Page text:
Effect of head elevation on intracranial pressure, cerebral perfusion pressure, and cerebral blood flow in head-injured patients

J Neurosurg. 1992 Feb;76(2):207-11. doi: 10.3171/jns.1992.76.2.0207.


The traditional practice of elevating the head in order to lower intracranial pressure (ICP) in head-injured patients has been challenged in recent years. Some investigators argue that patients with intracranial hypertension should be placed in a horizontal position, the rationale being that this will increase the cerebral perfusion pressure (CPP) and thereby improve cerebral blood flow (CBF). However, ICP is generally significantly higher when the patient is in the horizontal position. This study was undertaken to clarify the issue of optimal head position in the care of head-injured patients. The effect of 0 degree and 30 degrees head elevation on ICP, CPP, CBF, mean carotid pressure, and other cerebral and systemic physiological parameters was studied in 22 head-injured patients. The mean carotid pressure was significantly lower when the patient's head was elevated at 30 degrees than at 0 degrees (84.3 +/- 14.5 mm Hg vs. 89.5 +/- 14.6 mm Hg), as was the mean ICP (14.1 +/- 6.7 mm Hg vs. 19.7 +/- 8.3 mm Hg). There was no statistically significant change in CPP, CBF, cerebral metabolic rate of oxygen, arteriovenous difference of lactate, or cerebrovascular resistance associated with the change in head position. The data indicate that head elevation to 30 degrees significantly reduced ICP in the majority of the 22 patients without reducing CPP or CBF.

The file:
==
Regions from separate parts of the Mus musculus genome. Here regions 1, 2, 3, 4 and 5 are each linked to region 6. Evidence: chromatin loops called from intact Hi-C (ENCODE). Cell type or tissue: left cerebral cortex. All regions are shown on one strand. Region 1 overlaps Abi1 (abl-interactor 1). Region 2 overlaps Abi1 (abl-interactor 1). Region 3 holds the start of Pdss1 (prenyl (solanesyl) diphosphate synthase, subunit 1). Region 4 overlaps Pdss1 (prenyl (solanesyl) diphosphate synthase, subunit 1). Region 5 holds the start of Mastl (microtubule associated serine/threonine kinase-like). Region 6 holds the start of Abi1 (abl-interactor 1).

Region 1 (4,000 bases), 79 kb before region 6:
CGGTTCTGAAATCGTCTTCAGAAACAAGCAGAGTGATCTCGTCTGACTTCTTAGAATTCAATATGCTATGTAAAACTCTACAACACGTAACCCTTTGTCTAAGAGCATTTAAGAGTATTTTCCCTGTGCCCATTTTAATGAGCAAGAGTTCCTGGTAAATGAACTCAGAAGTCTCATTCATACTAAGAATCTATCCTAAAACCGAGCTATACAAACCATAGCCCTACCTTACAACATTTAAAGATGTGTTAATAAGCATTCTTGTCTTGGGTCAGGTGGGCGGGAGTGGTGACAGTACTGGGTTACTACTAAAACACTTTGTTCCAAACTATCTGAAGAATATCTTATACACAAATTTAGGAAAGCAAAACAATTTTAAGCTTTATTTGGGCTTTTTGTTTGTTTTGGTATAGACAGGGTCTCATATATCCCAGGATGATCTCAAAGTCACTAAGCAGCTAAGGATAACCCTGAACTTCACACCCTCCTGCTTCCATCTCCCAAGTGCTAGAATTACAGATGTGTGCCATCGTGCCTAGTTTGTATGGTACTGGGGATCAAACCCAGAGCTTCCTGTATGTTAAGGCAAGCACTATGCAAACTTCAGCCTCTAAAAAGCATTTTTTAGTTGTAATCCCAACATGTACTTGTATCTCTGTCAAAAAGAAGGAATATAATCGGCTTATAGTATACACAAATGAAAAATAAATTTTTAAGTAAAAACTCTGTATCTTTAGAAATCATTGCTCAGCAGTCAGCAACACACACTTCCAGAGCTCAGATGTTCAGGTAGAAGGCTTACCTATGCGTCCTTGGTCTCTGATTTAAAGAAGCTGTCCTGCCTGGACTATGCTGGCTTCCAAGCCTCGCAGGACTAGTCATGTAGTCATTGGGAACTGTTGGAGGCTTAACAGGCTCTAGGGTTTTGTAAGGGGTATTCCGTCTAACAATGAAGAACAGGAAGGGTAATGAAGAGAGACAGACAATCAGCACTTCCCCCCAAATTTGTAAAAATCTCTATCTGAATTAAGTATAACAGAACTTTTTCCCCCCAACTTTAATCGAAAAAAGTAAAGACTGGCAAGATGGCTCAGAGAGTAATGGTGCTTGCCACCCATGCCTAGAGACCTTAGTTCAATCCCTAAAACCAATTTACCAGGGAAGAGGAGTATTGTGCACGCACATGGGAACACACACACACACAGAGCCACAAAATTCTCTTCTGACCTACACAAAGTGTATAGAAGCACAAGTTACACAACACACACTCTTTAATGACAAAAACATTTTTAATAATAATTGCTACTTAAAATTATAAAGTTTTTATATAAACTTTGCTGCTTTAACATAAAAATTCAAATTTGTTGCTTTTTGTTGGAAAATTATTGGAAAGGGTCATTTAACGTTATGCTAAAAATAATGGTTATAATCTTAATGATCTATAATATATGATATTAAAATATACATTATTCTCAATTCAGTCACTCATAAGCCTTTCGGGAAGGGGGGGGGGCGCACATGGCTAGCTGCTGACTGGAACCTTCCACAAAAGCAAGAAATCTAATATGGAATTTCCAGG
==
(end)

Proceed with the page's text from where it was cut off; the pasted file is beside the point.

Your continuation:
Publication types

  • Research Support, U.S. Gov't, P.H.S.

MeSH terms

  • Adult
  • Aged
  • Cerebral Hemorrhage / physiopathology
  • Cerebrovascular Circulation / physiology*
  • Craniocerebral Trauma / physiopathology*
  • Female
  • Glasgow Coma Scale
  • Hematoma, Epidural, Cranial / physiopathology
  • Hematoma, Subdural / physiopathology
  • Humans
  • Intracranial Pressure / physiology*
  • Male
  • Middle Aged
  • Posture / physiology*
  • Wounds, Gunshot / physiopathology